It took long enough, but a Republican member of the South Carolina General Assembly is finally rolling out a plan to cut people’s taxes. Wait a minute … isn’t “lower taxes” one of the GOP’s calling cards?
Supposedly, but that isn’t how things have played out in recent decades … especially not in the “Republican-controlled” Palmetto State. Despite enjoying near-supermajorities in both the S.C. House of Representatives and the State Senate – and holding all eight independently elected statewide offices – “Republican” leaders continue to govern like dyed-in-the-wool Democrats.
This week, though, state senator Josh Kimbrell of Spartanburg, S.C. is rolling out a proposal that would overhaul the Palmetto State’s current income tax brackets – which include one of the most punitive, regressive top marginal rates in the nation. The Palmetto State currently has a top marginal income tax rate of 7 percent – which is the highest rate in the southeast and the eleventh-highest rate in the country. Even worse, this anti-competitive rate is assessed on all income above $15,400 – which means it disproportionately hurts low- and middle-income earners.
Under Kimbrell’s proposal, the current income tax code in the Palmetto State would be “completely repealed” – including all existing deductions and credits. In its place, a new income tax code would be established – one which would impose a flat rate of 3.5 percent on all taxable income.
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Translation? Kimbrell is proposing to cut the top marginal rate in half – a move which would yield up to $500 million in annual tax relief for limited liability corporations and other businesses alone.
Beyond that, Kimbrell’s plan would substantially reducing the current 6 percent tax bracket – which applies to income above $12,310 but below $15,399 – as well as the 5 percent rate which applies to income between $9,230 and $12,309.
It would provide for a standard deduction of $12,000 for single filers and $24,000 for married couples filing jointly. Its only other allowances would be for earned-income tax credits and income taxes paid to another state.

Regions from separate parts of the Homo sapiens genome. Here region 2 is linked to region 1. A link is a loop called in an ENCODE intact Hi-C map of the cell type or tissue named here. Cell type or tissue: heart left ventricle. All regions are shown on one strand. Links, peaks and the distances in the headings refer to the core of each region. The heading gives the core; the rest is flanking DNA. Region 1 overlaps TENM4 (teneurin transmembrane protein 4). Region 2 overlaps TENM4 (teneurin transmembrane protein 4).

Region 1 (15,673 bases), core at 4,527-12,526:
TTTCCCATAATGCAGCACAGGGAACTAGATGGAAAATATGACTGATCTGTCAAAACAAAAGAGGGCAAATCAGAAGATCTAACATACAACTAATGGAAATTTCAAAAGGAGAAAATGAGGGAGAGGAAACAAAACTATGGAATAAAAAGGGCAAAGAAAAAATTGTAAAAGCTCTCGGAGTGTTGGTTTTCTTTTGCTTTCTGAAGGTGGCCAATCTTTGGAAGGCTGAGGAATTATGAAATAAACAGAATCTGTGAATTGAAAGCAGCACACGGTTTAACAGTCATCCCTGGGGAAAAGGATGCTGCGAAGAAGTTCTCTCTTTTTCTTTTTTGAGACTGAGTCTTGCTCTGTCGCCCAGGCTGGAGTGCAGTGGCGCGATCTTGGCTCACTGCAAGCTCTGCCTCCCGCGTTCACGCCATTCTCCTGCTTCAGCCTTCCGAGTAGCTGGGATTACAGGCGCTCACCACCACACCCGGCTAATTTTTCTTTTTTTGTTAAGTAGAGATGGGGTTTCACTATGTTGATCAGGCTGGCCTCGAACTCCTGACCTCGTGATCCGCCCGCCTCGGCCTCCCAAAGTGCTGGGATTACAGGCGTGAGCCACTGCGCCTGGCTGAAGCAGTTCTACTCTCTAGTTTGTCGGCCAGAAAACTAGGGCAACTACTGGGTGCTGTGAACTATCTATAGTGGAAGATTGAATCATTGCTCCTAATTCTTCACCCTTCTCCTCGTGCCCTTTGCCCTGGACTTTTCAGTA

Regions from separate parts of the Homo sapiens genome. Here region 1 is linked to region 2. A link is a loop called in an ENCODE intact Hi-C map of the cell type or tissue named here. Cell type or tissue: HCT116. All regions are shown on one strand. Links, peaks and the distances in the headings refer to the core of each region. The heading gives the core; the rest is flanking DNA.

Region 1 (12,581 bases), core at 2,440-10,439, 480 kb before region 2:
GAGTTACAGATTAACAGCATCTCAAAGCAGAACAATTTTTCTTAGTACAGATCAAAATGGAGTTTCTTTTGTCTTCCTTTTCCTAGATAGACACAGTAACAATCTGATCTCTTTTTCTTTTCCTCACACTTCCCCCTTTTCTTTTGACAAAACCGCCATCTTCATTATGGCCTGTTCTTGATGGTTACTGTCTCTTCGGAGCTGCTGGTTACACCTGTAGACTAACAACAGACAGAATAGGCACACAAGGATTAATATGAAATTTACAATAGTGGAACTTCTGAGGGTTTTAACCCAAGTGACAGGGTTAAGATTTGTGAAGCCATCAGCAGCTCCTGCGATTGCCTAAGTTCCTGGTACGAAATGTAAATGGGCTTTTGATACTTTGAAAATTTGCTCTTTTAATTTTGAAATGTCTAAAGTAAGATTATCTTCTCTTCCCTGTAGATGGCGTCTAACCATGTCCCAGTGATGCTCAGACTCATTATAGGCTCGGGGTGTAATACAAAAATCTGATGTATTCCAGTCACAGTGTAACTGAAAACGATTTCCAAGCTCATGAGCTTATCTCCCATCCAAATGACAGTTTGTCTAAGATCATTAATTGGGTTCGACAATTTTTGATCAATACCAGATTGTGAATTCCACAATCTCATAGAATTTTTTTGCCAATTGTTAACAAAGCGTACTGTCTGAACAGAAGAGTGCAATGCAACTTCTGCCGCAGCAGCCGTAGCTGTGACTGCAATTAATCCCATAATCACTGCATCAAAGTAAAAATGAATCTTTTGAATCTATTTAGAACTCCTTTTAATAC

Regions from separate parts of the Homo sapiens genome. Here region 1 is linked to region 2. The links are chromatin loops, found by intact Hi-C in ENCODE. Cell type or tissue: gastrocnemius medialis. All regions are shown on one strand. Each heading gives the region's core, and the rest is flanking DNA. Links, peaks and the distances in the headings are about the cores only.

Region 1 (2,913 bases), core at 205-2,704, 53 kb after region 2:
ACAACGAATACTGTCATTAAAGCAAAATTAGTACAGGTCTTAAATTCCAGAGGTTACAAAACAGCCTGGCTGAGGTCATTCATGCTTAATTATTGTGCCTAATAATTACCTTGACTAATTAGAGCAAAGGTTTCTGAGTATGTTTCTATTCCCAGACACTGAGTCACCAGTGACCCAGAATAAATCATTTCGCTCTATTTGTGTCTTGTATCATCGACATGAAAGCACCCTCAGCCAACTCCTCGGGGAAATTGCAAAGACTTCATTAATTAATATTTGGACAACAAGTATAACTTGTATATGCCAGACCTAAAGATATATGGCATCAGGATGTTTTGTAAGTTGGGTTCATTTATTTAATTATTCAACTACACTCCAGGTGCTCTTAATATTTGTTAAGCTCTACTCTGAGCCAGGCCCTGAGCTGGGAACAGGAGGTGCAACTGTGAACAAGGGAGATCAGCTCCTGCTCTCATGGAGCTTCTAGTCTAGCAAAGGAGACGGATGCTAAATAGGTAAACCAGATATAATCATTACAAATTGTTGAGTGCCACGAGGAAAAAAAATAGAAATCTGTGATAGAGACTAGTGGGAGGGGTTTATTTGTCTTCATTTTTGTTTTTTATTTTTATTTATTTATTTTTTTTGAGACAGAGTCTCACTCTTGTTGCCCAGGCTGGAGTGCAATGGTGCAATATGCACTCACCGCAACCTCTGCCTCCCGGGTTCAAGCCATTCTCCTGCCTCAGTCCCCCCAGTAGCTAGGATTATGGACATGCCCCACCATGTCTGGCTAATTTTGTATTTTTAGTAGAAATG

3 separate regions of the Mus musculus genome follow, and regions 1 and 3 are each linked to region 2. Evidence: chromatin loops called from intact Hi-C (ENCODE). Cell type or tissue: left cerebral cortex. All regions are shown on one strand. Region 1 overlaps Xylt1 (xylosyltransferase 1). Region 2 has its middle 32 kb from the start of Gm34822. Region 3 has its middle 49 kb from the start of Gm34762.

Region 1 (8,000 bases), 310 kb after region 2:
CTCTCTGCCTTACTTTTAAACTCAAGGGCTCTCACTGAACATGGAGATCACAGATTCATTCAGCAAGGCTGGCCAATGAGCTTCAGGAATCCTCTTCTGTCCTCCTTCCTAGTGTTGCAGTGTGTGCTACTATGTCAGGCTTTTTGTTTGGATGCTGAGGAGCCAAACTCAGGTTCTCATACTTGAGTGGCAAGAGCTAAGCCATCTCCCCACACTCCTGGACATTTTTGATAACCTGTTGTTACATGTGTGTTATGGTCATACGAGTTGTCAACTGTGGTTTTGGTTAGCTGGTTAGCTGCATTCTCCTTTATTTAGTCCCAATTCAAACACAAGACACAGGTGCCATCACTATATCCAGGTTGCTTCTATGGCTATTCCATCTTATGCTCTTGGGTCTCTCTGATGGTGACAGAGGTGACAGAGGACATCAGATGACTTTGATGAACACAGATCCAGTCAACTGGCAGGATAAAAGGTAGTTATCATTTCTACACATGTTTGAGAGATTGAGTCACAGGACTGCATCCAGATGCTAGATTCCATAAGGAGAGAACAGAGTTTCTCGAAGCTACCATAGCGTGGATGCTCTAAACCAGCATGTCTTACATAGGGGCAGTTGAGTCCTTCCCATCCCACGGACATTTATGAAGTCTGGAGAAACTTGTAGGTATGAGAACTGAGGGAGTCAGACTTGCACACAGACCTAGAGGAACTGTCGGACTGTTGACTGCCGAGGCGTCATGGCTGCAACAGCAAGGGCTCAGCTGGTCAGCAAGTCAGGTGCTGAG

“There is no longer a corporate income tax in SC under this bill,” Kimbrell said in explaining his reform. “This is extended to include an exemption from the income tax for pass-through business entities – an exemption from entity-level taxation.”
The goal of such a pass-through method is “to eliminate income taxes on business entities for income derived from business activities.”
On the revenue side, Kimbrell is proposing to remove what he describes as “the vast majority of current exemptions to categories of goods with regard to the sales tax” – which is also punitively high in South Carolina.
However, his proposal would leave in place current sales tax exemptions on groceries.
If approved by lawmakers and signed by governor Henry McMaster, Kimbrell’s plan would enable South Carolina to leapfrog North Carolina and Georgia – two states which have taken steps to lower their income taxes in recent years in an effort to stimulate more organic business growth within their borders.
“It’s beyond time for South Carolina to revisit our antiquated tax code to provide us a leading edge in the economic competition between states,” Kimbrell said this week in announcing his plan. “I want to position South Carolina as the leader in the southeast for economic development and opportunity, which is why I authored this bill to be introduced in the legislature for consideration next session.”
Do I support Kimbrell’s plan? I will need to study it line-by-line, obviously, but a reduction in individual income taxes – and a reduction in the taxes paid by businesses of all sizes in the Palmetto State – is something my news outlet has been championing for years.
As I said earlier this week, if South Carolina hopes to kickstart its economy it must stop subsidizing the mindless growth of government (including corporate welfare) – and start empowering the small businesses and sole proprietorships which drive job and income growth.
To view Kimbrell’s proposal in detail, click on the document below …
THE PLAN …
(Click to download)Job-Creation-and-Competitiveness-Act-of-2022-
(Via: S.C. Senator Josh Kimbrell)
ABOUT THE AUTHOR …
Will Folks is the founding editor of the news outlet you are currently reading. Prior to founding FITSNews, he served as press secretary to the governor of South Carolina and before that he was a bass player and a dive bar bouncer. He lives in the Midlands region of the state with his wife and seven children. And yes, he has LOTS of hats (including the above-pictured Toronto Blue Jays’ lid).
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